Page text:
For example, suppose you're writing an article about triangles, and you want to include a short proof of Pythagoras' theorem, but you can't quite remember how to derive it, so you pop over to: https://en.wikipedia.org/wiki/Pythagorean_theorem#Algebraic_proofs and check the proof there. It works mathematically, makes sense and is as far as you can tell, correct, so you include it. Now the proof on Wikipedia doesn't have a citation because probably someone has been taught it and copied it over to Wikipedia, but it's still correct. The only thing you could cite for the proof would be Wikipedia, would a citation be ok or should it just be copied down without a citation?

Edit: Ok, there have been many responses. Most with a firm "no", but some giving the reason: "Just get the proof from a book" since it's so common, but suppose then it wasn't a common proof of something. Maybe it's not very well known or something but suppose there is a small Wikipedia page with the correct mathematical proof. How much effort are people going to go to to find a proof in a book when there's a (correct (which we know, becuase it's maths and we can check it)) proof on Wikipedia? Why is it so bad to say: "I found this proof on Wikipedia, and the maths checks out so it doesn't matter who wrote it, it is correct, but that's where I found it." Or if you do find it somewhere else why not say: "Proof taken from Wikipedia and verified by the proof shown in "Triangles and their properties, Nature, 2014, p113 etc..."

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    What is the context? Is this a class paper or an academic paper?
    – badroit
    Commented Apr 8, 2014 at 17:58
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    I cited wikipedia once, and my advisor told me that the first thing referees look at is your references, and if they see wikipedia cited, they will reject the paper without reading it.
    – Akavall
    Commented Apr 8, 2014 at 18:17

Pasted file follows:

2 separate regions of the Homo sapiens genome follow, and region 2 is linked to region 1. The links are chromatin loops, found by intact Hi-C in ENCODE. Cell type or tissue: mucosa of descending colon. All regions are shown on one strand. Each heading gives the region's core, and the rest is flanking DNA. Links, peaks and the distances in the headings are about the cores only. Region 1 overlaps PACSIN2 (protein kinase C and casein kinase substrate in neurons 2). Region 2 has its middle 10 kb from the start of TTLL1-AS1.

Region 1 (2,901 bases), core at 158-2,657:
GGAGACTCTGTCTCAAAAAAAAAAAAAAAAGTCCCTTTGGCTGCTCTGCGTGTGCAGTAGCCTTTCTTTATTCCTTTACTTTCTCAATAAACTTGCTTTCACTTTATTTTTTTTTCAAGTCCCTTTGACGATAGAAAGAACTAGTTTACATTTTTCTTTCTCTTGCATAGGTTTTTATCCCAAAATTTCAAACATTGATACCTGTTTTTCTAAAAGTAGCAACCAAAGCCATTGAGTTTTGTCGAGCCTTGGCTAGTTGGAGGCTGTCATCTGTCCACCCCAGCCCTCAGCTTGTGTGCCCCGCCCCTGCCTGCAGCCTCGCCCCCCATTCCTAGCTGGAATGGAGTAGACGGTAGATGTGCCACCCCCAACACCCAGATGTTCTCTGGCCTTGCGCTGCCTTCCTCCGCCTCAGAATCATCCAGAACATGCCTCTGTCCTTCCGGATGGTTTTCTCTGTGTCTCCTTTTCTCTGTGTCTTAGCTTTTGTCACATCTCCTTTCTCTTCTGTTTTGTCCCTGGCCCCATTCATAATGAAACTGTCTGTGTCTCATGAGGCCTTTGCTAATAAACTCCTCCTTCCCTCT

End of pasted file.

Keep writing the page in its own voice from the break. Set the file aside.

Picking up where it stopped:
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    I think you've created a catch-22. If the proof is so obvious that a wikipedia entry is reasonable, then you don't need to cite it - anyone with basic education will accept Pythagorean theorem without a reference. If the information, however, is rare or cannot be found elsewhere other than wikipedia, then wikipedia itself cannot possibly be accepted as a valid citation. There is no reason to cite wikipedia for the trivial stuff, and your audience will not take a complex idea at face value with a wikipedia citation.
    – Adam Davis
    Commented Apr 9, 2014 at 17:30
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    Whenever possible, cite primary sources -- or at least closer to primary. A good Wikipedia article will cite its sources, so you could follow those pointers and cite those. (It might be polite to add a footnote saying that you found Wikipedia a surprisingly useful tool in tracking down those sources, but I wouldn't cite it per se... not least because citing something that's subject to change and may show something different next week is bad practice independent of how authoritative it is or isn't.)
    – keshlam
    Commented Apr 9, 2014 at 22:32
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    It's a bit silly, but I know that people sometimes get information from Wikipedia (or from colleagues, lecture notes, etc.) which is perfectly correct, but they can't properly cite it, so they cite a book or review (that they didn't necessarily read) pro-forma. It goes against everything proper attribution is about, but its just one of those silly things you have to do in academic writing, because that's how it is...
    – jdm
    Commented Apr 11, 2014 at 13:10

11 Answers 11


Are there instances where citing Wikipedia is allowed?

I'm not going to try to answer the question of "is allowed" or "isn't allowed" but instead I'm going to try and answer if citing Wikipedia is, in general, a good idea or not for research papers.

Here's five points I can think of for and five points against.

Good idea:

  • If Wikipedia is your source, and you learn something from what Wikipedia's editors have provided, then citing Wikipedia is the Nice Thing To Do™.
  • Wikipedia is a convenient, well-known, easily and freely accessible source (vs. final-copy published papers that are pay-per-view if not out of your wallet, then indirectly out of your university's).